What Happened to Bob May, the Man Who Gave Tiger Woods All He Could Handle at the 2000 PGA Championship?
Bob May certainly didn’t have the PGA Tour career that many thought he would. While mostly known for his famous duel with Tiger Woods at the 2000 PGA Championship, what some may not know is that Bob May was actually a phenom from California and a college All-American that had the golf world buzzing at a very young age. Sound familiar?
That’s right. Bob May was essentially Tiger before the golf world really knew who Tiger Woods was. But unfortunately for May, his pro career didn’t exactly turn out as planned, although he still got to play golf for a living for more than two decades. He never won a single event on the PGA Tour, his lone professional win coming at the British Masters on the European Tour in September 1999, less than a year before his battle with Woods.
So where is Bob May today?
Bob May was Tiger Woods before Tiger himself was
Many have heard the story of Tiger Woods teeing it up at the 1992 Los Angeles Open as a 16-year-old amateur. But just seven years earlier, 16-year-old Bob May did the exact same thing. A native of Lynwood, May was one of the most well-known amateur players in California in the mid-to-late 1980s, winning numerous national tournaments and earning Player of the Year honors from the likes of the PGA Golf Association and the American Junior Golf Association.
Like Tiger, Bob May missed the cut at Riviera as a 16-year-old but knew he had a bright future ahead of him. He took a scholarship to Oklahoma State and became an All-American, helping the Cowboys to an NCAA title in 1991. That same year, he was also a member of the Walker Cup team that included Phil Mickelson and David Duval. The U.S. defeated Great Britain & Ireland that week, 14-10.
Bob May turned pro not long after his Walker Cup appearance and joined the PGA Tour in 1994. Just two years later, Tiger Woods, who has said that he followed May’s career as a youngster, would turn pro himself and the two California natives took different paths to their famous battle at Valhalla in 2000.
The famous battle at the 2000 PGA Championship
While Tiger Woods was breaking barriers and winning tournaments on the PGA Tour, Bob May was grinding it out overseas. Between 1996 and 1997, he had just one top-10 finish on the European Tour and continued to struggle in 1998. But he kept plugging away and finally broke through with aforementioned victory at the British Masters in 1999.
After solid showings at the U.S. Open (T-23) and The Open Championship (T-11) in 2000, Bob May came to the PGA Championship at Valhalla with a lot of confidence and it showed, at least the last three days. He was six behind leaders Tiger Woods and Scott Dunlap following an opening-round 72 but then caught fire. He shot a 6-under 66 on both Friday and Saturday to get himself into the final pairing at 12-under for the week, just one stroke behind Tiger, setting up an epic final round.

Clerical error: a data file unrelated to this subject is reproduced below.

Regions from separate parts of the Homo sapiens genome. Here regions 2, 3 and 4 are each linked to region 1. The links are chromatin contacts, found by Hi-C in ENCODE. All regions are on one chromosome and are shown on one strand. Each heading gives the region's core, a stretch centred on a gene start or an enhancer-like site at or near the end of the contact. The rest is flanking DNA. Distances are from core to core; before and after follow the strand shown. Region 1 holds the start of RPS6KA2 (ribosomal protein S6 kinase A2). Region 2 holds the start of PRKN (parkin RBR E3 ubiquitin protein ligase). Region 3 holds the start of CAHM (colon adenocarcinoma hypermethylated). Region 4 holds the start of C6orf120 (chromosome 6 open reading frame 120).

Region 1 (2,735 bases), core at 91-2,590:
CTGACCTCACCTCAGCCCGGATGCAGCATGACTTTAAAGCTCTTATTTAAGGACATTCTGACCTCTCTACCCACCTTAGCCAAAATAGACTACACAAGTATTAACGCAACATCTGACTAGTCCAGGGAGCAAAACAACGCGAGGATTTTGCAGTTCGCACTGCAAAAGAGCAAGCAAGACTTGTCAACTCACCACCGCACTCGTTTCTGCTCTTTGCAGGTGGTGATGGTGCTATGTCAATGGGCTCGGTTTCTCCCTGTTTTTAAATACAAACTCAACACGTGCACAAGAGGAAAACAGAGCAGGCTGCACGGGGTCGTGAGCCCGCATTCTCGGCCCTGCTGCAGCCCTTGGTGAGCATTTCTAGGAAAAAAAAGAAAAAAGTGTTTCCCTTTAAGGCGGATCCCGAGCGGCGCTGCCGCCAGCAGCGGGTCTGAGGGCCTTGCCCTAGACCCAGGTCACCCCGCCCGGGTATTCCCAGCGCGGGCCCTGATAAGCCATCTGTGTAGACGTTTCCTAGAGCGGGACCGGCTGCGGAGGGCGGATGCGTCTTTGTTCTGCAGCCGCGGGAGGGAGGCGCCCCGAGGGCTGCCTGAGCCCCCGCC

There were a few other players in contention early on Sunday but by the time the back nine came around, Woods and May were well clear of the field and just going back and forth with one another. May held a one-shot lead after 16 holes but Tiger birdied the 17th to tie. On the 18th, May hit an amazing, double-breaking, 15-foot birdie putt to take the lead but Tiger matched with a clutch putt of his own to force a three-hole playoff.
Bob May missed the green with his approach on the first playoff hole but nearly holed his chip with one of the best shots of the tournament. But then Tiger did what Tiger did back then. He holed a 25-foot birdie putt, famously following and pointing at the ball as it dropped in the cup to take a one-shot lead. Both men made par on the next two holes and that was that. Tiger now has 15 major championships and 82 PGA Tour wins and is easily one of the best players of all time.
So what happened to Bob May after that?
Where is Bob May today?
Following the battle with Tiger at Valhalla, Bob May continued his career but never played another major championship following the four he earned the right to play in 2001. In 2002, he fell out of the top 125 in the world ranking. In 2003, he injured his back (again, sound familiar?) and played in just seven events, an injury that cost him both the 2004 and 2005 seasons.
May returned to the PGA Tour in 2006 and was the runner-up at the B.C. Open, his best finish in 21 starts that season. But another back injury in 2007 cost him multiple months and he spent the rest of his career on what’s now known as the Korn Ferry Tour. He played his final two events in 2012. Now 51, May attempted to qualify for the PGA Tour Champions this past November but failed to get beyond the first stage.
But he certainly still has plenty of involvement with the game. He currently owns and operates the Bob May Golf Academy, which has locations in Las Vegas and Hawaii, where he offers instruction to players of all skill levels. And he never has any problem talking about that day he almost ran down Tiger Woods. In an interview earlier this year with Golf.com, May said that he doesn’t like to play the “what-if” game and that he was happy to be a part of such a big moment.
“The only thing that would be different was the financial side of things. I don’t mean to be disrespectful, but there were guys who came after me who won tournaments but who didn’t get nearly the publicity I got from finishing second. I have no regrets. That day is now stitched into the history of the game. I feel fortunate that I was part of it, and that 20 years later we’re still talking about it.”Bob May
Who says that nobody remembers second place?